Now then. time for clue #2 that Hydlide was released about 6 months too soon. If ever you should be unlucky enough to own this game, and if ever you should be placed under a compromising mental state which would compel you to place this game into your NES and turn the power on, then I ask that you heed this warning. Do not - I repeat, DO NOT - attempt to play this game with the volume on your television at any level other than 0. If you do, then you will become victim to the single most repetitive an inane string of 8 measures that have ever been composed. Many have likened it to the Indiana Jones theme, and it certainly derives its opening phrase from the John Williams favorite, but only if this movie is Indiana Jones and the Missing Box of Crayons. And it lasts an entire 15 seconds long, meaning you'll hear it 4 times a minute, which means you'll hear it several hundred times in the course of a game, which means you'll be hearing it for the rest of your life. I'm warning you. Don't listen to the music if you value your sanity.
As if watching and listening to the game for 5 seconds wasn't enough to drive you away screaming in terror and psychopathy, the control schematics for this game are equally bad. Of course, pushing on the control pad will prompt Jim to move in the appropriate direction, but that's just about all they get right. Most commonly addressed - and most egregious - is the fact that in order to attack enemies, your method of fighting involves little more than approaching your target from a direction that the enemy isn't traveling in, pushing the B button to activate "Attack" mode, and running into said enemy. With any luck, the slime you went after will kill you in two hits. Or, after a full second of humping this creature from the side, it will disappear and you'll gain one little line of experience. You can play the game at regular speed or in fast mode, but that doesn't really affect the controls at all. This is clue #3 that this title was prematurely released: maybe they were going to implement a battle design that actually involved using a weapon on an enemy, and inflicting and taking damage based on the strength of said weapon and said enemy, but they not got around to it. So instead, you're playing tag. Only sometimes when you tag something, you die.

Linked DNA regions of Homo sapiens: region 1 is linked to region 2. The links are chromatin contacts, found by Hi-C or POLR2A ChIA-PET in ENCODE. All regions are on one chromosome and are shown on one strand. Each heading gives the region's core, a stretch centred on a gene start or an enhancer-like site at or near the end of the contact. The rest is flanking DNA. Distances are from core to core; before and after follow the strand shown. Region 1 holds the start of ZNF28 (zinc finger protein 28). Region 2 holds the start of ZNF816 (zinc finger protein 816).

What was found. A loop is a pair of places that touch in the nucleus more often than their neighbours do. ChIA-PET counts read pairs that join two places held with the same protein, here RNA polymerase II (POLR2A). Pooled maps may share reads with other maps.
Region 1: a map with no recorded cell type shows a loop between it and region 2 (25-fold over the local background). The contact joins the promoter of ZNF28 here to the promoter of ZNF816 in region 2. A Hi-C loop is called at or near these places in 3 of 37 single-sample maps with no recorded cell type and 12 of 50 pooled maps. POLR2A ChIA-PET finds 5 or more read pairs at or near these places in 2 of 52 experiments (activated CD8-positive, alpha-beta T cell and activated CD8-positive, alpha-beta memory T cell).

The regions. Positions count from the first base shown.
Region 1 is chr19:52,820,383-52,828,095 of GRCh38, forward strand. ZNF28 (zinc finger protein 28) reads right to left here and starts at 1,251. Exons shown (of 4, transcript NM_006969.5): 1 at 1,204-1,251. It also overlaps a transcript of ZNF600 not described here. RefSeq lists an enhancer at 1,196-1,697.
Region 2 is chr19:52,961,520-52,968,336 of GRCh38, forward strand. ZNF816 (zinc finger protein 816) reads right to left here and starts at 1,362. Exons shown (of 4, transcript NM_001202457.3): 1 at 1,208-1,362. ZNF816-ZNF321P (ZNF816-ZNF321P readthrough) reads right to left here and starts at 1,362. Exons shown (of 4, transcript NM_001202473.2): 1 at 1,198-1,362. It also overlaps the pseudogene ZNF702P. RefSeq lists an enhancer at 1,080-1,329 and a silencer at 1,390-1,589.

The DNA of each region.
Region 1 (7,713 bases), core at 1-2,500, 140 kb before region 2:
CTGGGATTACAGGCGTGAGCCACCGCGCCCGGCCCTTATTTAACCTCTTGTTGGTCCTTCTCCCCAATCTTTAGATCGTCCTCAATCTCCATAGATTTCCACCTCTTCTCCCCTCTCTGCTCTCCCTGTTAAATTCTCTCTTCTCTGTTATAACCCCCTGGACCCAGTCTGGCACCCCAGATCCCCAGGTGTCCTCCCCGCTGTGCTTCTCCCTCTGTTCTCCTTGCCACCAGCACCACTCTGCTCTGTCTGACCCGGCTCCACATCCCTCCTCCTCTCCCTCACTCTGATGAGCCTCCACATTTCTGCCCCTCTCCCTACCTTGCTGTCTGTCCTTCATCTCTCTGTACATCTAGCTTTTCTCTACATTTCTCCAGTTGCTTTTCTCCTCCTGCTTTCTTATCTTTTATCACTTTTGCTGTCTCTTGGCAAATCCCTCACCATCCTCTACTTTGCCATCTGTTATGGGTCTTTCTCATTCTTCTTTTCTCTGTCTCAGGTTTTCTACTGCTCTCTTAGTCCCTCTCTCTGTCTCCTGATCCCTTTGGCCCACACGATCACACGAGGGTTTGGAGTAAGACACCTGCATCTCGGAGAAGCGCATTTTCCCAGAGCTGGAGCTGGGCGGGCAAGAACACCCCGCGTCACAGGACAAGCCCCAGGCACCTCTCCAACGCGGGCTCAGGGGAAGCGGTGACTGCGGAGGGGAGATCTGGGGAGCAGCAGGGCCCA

Now if you know me, you know that I have a few pet peeves when it comes to video games. The biggest one is when action games star heroes that are supposed to be our last hope against the foe du jour, but die if an enemy flicks a booger onto him. My second biggest pet peeve is when adventure games have no mechanism to continue playing if you die. Granted, Hydlide has a password - albeit a very long-winded one - but you can only collect them in the middle of the game. If you forget to pick up a password and you die, sucks to be you. Also, Hydlide does have a save system, but it doesn't have a battery. Meaning the save only works if you reload without turning the system off. Once you do that, your progress goes poof. And again, if you die before you get around to saving, you're sent back to the beginning. Yet another clue that this game was in its developmental stages, because they likely would've gotten around to making this a battery-save if they could have.
To be honest, I've played this game more than I've played some other games. Some games I had in my collection that I never once slipped into the console. But every time I've played this game, I can't remember one moment where I was actually having fun. I don't even remember enjoying the times I intentionally sent Jim to his watery death by making him drown in the water. (I forgot to mention - Jim can swim. For a finite period of time.) There are some games that you can't not enjoy yourself with. This is a game that I have never enjoyed playing. There are some games of the ones that I'm selling that I may miss down the road, but this is certainly not one of them.
In order to be labeled as one of the worst games on the NES, you not only have to be lacking in quality, because a lot of NES games do that. Hydlide is the lowest-scoring game I've ever rated not just because it's bad, but because the faults indicate that the game wasn't even finished yet.
|Play Control: ||
|Technical Score: 5
|Aesthetic Score: 5
|Overall Score: 24%|